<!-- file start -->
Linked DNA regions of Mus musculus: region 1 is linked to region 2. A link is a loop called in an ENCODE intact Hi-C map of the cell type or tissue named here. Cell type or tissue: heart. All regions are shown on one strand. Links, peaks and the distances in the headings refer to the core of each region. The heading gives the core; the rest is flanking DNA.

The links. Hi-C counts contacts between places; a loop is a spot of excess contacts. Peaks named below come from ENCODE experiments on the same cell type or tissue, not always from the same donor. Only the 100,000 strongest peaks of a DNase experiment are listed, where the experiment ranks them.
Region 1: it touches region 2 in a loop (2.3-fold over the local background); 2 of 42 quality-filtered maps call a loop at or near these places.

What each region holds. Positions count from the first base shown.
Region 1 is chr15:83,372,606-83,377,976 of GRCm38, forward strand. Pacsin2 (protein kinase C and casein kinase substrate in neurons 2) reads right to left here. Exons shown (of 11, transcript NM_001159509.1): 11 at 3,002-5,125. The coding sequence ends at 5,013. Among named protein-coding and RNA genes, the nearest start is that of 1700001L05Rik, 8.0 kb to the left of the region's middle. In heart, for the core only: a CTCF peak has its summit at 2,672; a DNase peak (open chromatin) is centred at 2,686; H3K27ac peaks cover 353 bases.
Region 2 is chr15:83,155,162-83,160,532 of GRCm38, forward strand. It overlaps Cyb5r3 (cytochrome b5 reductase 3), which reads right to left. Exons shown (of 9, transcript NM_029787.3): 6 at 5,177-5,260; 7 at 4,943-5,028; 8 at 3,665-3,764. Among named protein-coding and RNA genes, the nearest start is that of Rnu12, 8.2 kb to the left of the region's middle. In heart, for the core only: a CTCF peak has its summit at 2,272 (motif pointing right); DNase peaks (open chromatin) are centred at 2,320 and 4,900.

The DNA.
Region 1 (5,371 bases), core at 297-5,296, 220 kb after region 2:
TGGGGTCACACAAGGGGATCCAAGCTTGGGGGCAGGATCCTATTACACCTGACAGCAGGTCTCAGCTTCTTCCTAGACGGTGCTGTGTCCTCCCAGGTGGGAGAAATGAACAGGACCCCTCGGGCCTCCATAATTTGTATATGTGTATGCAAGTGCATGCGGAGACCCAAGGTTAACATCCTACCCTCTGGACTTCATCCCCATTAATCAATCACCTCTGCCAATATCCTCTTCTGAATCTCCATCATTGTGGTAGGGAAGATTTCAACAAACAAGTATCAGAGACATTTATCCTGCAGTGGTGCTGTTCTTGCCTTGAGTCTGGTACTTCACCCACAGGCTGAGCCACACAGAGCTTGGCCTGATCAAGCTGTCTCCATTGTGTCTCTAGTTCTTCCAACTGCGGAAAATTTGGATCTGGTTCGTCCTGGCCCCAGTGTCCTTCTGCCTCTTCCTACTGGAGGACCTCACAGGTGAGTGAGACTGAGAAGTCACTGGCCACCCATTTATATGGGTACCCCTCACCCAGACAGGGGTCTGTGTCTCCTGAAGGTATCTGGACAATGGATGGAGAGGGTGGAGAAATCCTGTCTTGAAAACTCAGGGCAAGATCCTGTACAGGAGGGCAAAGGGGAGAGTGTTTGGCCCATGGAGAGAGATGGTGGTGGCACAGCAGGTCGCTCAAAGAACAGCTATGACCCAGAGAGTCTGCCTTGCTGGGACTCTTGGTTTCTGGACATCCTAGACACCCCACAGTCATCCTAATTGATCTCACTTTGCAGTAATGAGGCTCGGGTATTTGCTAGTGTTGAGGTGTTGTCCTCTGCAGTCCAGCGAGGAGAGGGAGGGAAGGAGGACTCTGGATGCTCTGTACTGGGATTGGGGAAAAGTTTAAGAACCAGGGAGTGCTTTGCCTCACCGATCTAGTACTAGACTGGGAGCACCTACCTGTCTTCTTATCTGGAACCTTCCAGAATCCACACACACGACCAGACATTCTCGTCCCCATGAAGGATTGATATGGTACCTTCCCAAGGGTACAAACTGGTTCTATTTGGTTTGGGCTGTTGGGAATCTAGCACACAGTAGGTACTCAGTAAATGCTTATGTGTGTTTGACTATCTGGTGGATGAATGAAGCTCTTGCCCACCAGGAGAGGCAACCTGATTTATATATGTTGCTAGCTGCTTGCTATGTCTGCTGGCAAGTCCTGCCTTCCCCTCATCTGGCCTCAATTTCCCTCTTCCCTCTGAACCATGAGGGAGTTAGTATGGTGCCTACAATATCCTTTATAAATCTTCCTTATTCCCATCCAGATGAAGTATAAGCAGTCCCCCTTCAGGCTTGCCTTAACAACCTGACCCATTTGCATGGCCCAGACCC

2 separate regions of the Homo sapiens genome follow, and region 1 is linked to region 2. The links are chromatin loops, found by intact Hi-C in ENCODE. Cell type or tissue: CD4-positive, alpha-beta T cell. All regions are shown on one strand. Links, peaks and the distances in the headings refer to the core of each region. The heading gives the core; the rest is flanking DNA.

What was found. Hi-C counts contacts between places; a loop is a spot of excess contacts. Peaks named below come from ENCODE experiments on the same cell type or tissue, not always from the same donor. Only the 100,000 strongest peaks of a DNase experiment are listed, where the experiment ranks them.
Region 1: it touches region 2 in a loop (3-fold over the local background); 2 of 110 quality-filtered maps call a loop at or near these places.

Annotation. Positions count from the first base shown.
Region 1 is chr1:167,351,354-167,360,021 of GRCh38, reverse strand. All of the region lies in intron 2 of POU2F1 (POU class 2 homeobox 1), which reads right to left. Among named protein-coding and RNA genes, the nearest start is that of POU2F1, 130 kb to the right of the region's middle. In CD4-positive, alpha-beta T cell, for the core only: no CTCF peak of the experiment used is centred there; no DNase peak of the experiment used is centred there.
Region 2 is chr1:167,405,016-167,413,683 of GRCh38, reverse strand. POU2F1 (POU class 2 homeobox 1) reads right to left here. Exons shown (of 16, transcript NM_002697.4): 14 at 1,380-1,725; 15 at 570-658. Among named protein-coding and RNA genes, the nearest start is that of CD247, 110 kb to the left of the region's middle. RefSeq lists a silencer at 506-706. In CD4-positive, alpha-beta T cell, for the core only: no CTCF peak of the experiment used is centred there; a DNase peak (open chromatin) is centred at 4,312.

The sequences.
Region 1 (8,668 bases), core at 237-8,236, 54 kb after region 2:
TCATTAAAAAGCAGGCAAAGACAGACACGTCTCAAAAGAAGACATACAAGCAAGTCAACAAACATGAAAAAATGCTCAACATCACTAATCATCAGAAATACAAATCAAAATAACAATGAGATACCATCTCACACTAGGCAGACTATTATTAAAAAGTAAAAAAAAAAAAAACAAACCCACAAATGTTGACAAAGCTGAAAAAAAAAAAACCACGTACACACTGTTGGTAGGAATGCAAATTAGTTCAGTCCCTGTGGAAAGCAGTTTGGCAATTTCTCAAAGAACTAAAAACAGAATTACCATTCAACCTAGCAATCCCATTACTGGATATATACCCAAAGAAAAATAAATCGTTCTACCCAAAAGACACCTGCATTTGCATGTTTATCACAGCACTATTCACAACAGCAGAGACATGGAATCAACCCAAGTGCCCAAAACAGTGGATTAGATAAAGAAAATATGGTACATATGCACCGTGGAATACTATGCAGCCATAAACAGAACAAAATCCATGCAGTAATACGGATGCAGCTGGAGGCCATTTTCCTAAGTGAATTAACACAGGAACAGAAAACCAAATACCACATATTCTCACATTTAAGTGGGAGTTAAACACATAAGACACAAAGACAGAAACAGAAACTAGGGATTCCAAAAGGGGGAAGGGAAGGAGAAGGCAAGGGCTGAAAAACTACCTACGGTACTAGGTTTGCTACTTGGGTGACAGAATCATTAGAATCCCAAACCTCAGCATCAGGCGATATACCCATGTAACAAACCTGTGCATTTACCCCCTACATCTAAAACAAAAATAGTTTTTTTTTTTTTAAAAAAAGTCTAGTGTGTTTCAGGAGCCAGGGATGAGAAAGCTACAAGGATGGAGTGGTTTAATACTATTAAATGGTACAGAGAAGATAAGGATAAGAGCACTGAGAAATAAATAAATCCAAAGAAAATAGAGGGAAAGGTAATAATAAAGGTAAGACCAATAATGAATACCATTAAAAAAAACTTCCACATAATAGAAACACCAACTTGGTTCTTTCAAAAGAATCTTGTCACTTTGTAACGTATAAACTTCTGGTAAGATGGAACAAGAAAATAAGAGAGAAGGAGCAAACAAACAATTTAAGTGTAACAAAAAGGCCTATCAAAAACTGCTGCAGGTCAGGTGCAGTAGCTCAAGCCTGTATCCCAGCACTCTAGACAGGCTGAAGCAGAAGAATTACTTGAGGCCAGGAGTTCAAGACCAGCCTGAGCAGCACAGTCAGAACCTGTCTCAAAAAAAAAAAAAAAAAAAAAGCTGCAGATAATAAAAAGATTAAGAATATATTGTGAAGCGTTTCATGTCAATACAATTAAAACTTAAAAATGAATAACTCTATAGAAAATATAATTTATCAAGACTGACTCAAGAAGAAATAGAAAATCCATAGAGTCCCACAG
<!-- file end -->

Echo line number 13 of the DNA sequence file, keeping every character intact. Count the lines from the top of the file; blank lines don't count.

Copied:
Annotation. Positions count from the first base shown.